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About Our Areas of Work
We organize our work into three areas to help low-income youth & adults:

Blog

Monday July 29, 2013
I am a person of African descent, a person “of color,” and I work on improving education and career outcomes for low-income youth and young adults across the country—the majority of whom are also persons “of color.” I have long looked for ways to discuss race and equity issues without increasing the discomfort and defensiveness of everyone present. Recently, I had the opportunity to participate in a Racial Equity & Society Seminar, a 4-day forum organized by the Aspen Institute for a diverse group of leaders involved in advancing economic opportunity in the public and private sectors. The...
Thursday July 25, 2013
Thinking Big about Student Success
At Jobs for the Future, with our vision of doubling the number of low-income youth and adults who attain postsecondary credentials by 2020, we are very much aware of the importance of scaling up new approaches that effectively promote student success. We are trying to tackle large-scale problems, and to do so we need to seek out large-scale solutions. But what does it mean to take educational innovation to scale? What does the process look like? Over the past year, JFF has been investigating these questions, with a focus on community colleges; our latest publication, Thinking Big, is the...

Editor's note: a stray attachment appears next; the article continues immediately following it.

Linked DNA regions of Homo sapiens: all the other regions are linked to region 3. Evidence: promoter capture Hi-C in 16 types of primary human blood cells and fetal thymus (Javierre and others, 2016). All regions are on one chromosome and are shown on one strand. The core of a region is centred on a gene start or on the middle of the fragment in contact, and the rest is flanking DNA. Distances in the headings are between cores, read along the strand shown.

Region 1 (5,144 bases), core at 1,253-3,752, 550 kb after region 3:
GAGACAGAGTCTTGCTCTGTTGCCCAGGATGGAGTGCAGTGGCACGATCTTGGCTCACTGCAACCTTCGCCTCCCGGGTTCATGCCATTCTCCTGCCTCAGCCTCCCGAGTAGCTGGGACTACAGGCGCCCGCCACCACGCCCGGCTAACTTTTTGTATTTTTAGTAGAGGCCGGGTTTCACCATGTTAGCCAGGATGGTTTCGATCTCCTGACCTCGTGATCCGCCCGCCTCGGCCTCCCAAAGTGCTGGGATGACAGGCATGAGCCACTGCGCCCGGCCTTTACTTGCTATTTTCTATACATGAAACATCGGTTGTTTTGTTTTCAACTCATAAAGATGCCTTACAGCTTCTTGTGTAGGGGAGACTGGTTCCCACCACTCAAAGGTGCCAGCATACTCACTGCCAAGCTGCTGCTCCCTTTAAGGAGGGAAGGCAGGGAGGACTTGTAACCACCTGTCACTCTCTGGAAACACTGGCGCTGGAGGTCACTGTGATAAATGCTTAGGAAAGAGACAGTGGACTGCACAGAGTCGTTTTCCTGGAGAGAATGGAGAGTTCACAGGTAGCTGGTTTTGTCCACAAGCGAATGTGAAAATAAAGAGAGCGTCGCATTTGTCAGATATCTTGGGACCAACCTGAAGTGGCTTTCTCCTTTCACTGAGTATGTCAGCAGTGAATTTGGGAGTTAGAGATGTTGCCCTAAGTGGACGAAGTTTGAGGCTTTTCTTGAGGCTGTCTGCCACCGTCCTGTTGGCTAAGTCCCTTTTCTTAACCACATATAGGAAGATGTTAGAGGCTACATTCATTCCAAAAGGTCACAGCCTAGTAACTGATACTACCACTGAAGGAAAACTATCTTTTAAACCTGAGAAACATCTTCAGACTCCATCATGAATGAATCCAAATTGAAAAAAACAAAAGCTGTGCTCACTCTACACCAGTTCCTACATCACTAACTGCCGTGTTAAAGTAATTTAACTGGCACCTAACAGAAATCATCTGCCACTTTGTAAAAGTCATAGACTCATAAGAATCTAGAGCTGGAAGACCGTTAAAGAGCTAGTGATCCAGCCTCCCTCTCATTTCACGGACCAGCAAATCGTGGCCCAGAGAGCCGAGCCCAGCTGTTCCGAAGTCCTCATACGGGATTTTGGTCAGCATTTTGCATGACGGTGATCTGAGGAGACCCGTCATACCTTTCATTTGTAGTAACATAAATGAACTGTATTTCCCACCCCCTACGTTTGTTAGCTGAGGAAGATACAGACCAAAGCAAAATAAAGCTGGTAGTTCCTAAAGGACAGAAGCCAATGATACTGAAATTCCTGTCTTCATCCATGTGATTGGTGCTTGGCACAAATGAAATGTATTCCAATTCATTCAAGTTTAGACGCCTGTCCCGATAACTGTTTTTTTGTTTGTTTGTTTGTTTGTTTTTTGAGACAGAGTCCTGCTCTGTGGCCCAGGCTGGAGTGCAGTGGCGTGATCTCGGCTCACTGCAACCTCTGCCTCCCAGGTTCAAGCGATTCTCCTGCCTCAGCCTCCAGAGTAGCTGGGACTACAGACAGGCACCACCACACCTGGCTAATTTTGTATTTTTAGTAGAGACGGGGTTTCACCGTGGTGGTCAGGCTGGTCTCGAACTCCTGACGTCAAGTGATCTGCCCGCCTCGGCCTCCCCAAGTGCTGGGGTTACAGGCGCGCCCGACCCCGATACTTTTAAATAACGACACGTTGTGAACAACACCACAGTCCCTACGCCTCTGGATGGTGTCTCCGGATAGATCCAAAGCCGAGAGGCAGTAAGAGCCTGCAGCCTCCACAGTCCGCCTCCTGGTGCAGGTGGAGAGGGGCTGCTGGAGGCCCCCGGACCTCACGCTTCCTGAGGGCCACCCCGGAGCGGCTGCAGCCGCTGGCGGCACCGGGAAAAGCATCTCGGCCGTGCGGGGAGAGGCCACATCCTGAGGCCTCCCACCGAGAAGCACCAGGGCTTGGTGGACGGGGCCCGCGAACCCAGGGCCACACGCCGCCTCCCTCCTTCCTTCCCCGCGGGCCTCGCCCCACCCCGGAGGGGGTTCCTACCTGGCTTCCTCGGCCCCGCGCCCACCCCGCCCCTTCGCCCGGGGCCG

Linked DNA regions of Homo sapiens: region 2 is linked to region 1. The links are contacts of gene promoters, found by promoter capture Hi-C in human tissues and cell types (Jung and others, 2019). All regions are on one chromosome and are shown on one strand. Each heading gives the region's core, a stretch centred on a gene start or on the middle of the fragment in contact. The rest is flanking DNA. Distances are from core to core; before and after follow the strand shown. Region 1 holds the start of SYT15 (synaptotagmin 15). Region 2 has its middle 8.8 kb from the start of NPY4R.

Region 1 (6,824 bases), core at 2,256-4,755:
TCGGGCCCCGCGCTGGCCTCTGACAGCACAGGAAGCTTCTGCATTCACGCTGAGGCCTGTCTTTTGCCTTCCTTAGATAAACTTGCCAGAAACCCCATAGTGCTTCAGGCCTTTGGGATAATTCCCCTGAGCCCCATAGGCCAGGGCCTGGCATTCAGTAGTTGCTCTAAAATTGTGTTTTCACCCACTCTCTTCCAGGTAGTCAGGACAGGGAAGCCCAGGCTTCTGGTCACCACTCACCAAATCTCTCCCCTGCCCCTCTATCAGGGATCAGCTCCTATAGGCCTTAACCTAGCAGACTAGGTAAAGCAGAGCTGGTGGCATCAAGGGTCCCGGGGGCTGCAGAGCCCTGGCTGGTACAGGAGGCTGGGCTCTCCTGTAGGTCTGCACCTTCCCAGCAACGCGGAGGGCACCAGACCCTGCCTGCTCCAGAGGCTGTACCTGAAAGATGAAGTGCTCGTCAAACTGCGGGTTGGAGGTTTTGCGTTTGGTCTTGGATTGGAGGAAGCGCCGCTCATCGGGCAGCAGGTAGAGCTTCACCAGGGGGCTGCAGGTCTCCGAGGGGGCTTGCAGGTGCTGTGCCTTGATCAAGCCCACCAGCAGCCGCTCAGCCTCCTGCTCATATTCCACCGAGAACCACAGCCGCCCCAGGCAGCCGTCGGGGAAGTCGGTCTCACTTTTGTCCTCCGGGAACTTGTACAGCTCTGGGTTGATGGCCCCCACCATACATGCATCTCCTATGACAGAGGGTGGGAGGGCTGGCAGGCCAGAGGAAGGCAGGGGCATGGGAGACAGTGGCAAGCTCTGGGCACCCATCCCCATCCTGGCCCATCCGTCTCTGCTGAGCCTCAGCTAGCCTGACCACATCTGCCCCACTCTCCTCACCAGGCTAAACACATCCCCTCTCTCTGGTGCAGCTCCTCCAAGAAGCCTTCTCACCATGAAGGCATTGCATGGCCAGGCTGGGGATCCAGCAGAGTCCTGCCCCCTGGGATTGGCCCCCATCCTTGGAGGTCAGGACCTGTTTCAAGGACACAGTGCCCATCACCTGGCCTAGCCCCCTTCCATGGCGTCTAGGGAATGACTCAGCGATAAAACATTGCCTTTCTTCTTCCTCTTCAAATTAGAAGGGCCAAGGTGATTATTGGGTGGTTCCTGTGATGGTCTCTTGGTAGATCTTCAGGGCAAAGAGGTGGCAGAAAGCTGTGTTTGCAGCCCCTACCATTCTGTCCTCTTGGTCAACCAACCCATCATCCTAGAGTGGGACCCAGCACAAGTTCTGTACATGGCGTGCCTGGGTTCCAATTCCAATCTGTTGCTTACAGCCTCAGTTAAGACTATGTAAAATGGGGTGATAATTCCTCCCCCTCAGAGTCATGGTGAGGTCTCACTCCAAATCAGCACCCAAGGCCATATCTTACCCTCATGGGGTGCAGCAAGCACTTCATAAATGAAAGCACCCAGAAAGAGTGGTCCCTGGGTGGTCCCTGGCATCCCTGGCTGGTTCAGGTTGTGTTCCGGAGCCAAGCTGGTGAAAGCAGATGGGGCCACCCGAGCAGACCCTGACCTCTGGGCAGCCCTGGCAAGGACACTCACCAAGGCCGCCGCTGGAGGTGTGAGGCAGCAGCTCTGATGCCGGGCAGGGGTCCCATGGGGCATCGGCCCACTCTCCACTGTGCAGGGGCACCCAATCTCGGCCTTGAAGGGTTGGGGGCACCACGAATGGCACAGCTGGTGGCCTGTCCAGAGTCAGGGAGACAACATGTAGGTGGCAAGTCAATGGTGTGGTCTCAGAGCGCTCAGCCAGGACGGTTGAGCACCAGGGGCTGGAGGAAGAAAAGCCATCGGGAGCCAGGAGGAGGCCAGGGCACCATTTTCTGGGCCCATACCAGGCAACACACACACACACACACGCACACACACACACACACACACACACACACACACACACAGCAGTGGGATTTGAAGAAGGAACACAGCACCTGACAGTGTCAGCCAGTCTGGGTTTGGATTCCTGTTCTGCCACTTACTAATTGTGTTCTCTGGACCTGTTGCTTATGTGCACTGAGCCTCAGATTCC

Tags: Credentials, Developmental Education
Friday July 19, 2013
This blog was authored by JFF's former CEO Marlene B. Seltzer. In its July 15, 2013 special report, the Chronicle of Higher Education took the Gates Foundation, as well as the Lumina and Kresge Foundations, to task for their “activist approach” to higher education reform. Much of the Chronicle’s reporting focused on questioning the foundations’ investment strategies and influence on education policies to increase college completion and expand access to education. While it is always legitimate and healthy to debate the merits of specific reform strategies, broad critiques of the influence of...